Mary Ellen Pense, the Music for Minors teacher, works with students at Parkside Elementary School in San Mateo.
Joyful faces, excited parents, dancing, musical games, clapping and kindergarten and first-graders uttering the words “decrescendo” and “crescendo” filled Parkside Elementary School this week as part of national Music in Our Schools month.
This is all part of music sharing events throughout elementary schools in the county that use the group Music for Minors for music education.
“One of the things we’re trying to do is strengthen advocacy and help people understand why music is so important,” said Executive Director Sonja Palmer. “It really excites them and keeps them engaged.”
The San Carlos-based nonprofit, established in 1976, now provides more than 18,000 K-5 grade students with ongoing in-school music education and serves participating schools in Santa Clara County as well. Music for Minors creates the curriculum for the music classes and hires the teachers, who are both volunteers and paid, for the programs. The curriculum is tied into the state’s music standards.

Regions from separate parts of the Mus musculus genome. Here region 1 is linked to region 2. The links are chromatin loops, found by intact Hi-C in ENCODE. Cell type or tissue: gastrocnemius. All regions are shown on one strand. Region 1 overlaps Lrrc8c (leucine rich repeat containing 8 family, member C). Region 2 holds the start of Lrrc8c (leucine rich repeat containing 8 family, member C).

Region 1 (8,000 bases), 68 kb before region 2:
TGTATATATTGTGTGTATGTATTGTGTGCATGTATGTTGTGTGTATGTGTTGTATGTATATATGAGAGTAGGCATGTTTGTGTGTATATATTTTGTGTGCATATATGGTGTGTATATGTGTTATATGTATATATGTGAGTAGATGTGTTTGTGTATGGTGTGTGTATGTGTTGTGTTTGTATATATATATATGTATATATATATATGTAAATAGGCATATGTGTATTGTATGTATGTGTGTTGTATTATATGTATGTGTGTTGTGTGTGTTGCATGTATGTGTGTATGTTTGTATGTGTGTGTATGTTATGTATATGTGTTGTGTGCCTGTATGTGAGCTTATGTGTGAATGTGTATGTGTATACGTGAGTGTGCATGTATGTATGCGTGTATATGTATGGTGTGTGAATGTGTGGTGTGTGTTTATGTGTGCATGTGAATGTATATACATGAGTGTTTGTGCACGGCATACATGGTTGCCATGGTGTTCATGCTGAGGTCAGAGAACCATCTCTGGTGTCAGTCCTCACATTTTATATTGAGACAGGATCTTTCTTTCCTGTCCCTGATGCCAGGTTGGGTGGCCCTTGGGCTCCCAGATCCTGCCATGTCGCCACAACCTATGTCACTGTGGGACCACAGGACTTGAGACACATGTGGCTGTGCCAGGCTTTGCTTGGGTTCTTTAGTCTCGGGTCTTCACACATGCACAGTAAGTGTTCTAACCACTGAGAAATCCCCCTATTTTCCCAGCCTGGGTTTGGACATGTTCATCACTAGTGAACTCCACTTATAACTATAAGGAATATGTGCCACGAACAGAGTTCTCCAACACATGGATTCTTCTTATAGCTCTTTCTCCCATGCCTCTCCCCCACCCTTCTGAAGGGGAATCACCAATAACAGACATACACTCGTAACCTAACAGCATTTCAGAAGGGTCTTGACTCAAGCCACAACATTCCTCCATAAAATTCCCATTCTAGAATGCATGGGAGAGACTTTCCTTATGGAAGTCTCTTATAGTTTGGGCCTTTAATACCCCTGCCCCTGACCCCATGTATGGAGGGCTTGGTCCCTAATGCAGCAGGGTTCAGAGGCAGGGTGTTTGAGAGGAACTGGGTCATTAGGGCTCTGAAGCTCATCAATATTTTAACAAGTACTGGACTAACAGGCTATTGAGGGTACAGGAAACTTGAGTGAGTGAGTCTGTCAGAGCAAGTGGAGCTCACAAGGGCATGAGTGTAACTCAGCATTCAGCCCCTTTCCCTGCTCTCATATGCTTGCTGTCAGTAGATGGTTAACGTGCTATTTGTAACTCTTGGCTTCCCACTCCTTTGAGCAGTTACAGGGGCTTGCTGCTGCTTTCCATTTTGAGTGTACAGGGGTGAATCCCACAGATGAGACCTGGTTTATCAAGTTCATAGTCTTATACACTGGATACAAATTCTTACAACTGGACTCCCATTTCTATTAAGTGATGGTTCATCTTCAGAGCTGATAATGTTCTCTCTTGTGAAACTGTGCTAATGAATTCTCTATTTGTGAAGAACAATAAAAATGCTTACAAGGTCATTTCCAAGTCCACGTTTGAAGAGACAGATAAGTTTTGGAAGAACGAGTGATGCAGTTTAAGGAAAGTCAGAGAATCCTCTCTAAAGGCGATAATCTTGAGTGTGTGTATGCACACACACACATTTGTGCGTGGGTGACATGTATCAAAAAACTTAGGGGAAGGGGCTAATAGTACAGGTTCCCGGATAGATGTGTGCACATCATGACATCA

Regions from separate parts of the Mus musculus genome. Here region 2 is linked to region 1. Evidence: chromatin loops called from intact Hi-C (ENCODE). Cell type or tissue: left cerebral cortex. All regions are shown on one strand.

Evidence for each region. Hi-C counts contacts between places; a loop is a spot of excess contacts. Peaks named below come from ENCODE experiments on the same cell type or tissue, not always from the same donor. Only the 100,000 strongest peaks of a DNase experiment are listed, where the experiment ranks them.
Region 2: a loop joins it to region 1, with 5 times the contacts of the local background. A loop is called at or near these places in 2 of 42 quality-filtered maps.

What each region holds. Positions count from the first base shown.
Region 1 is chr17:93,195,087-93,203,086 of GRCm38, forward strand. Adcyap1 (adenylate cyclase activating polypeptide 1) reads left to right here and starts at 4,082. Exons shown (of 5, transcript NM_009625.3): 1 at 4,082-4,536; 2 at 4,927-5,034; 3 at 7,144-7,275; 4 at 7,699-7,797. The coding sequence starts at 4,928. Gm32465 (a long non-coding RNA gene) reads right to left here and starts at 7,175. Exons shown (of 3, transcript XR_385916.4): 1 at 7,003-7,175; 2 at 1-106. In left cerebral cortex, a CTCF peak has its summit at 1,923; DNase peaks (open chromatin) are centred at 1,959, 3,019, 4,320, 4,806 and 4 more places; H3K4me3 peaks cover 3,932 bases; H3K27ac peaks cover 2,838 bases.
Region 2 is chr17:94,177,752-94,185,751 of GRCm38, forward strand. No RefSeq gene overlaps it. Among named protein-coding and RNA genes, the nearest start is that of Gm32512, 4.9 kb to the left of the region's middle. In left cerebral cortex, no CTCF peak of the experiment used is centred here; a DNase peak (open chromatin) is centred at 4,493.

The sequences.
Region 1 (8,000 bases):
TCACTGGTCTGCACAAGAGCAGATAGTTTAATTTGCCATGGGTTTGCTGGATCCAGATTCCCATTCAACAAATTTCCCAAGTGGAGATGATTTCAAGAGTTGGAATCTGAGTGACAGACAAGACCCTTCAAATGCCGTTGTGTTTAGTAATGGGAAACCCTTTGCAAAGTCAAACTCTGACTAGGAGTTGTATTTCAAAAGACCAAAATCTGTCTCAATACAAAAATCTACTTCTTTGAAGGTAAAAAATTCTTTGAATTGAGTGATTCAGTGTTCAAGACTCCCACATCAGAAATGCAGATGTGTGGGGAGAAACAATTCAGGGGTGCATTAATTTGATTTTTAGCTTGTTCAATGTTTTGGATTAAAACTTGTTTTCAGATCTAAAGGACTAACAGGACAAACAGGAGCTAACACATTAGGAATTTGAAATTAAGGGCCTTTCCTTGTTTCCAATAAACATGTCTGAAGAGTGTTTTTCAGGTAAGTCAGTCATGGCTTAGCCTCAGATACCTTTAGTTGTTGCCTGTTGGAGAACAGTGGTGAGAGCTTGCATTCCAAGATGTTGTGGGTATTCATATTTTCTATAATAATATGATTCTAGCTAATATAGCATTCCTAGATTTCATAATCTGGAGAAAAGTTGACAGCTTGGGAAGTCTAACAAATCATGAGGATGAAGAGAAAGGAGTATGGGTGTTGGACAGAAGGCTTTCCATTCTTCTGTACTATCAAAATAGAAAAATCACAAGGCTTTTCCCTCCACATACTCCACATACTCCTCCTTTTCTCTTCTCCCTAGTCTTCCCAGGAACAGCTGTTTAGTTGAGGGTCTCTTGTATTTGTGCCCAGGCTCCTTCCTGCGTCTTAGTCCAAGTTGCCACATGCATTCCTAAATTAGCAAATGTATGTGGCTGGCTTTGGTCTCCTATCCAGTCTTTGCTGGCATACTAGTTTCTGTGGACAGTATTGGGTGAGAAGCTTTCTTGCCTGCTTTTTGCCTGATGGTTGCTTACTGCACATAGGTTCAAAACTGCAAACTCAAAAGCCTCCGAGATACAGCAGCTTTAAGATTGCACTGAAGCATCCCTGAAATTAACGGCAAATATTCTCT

The group wants to reach as many kids who aren’t getting music in school since it has many benefits to students, said Ceci Ogden, director of development and communications.
“Early music education has benefits to brain development, reading readiness, math, self esteem, creativity, teamwork and listening skills,” she said. “All skills are critically important throughout academic life. Students who participate in music do better in school.”
Students learn music terms, use rhythm instruments, sing and do other activities. There are currently around 600 classes run by the program.
“There’s pockets of music education provided by districts, but there are thousands of elementary schools without music in their schools,” Ogden said.
Some of these pockets come from budget restrictions set forth in the 1978 tax initiative Proposition 13, Ogden said.
When founder Grace Johnston relocated her family to California, she felt very strongly that schools should have music education.
Meanwhile, John Sylvester, who’s on the board for Music for Minors, said the group helps open young children to an appreciation for music and gives them an introduction into actually doing musical performances.
“Music education is not emphasized as much as it once was,” Sylvester said. “Music for Minors tries to fill that role and get kids introduced to and interested in music.”
For more on the organization, visit mfm.org/index.html.
(650) 344-5200 ext. 105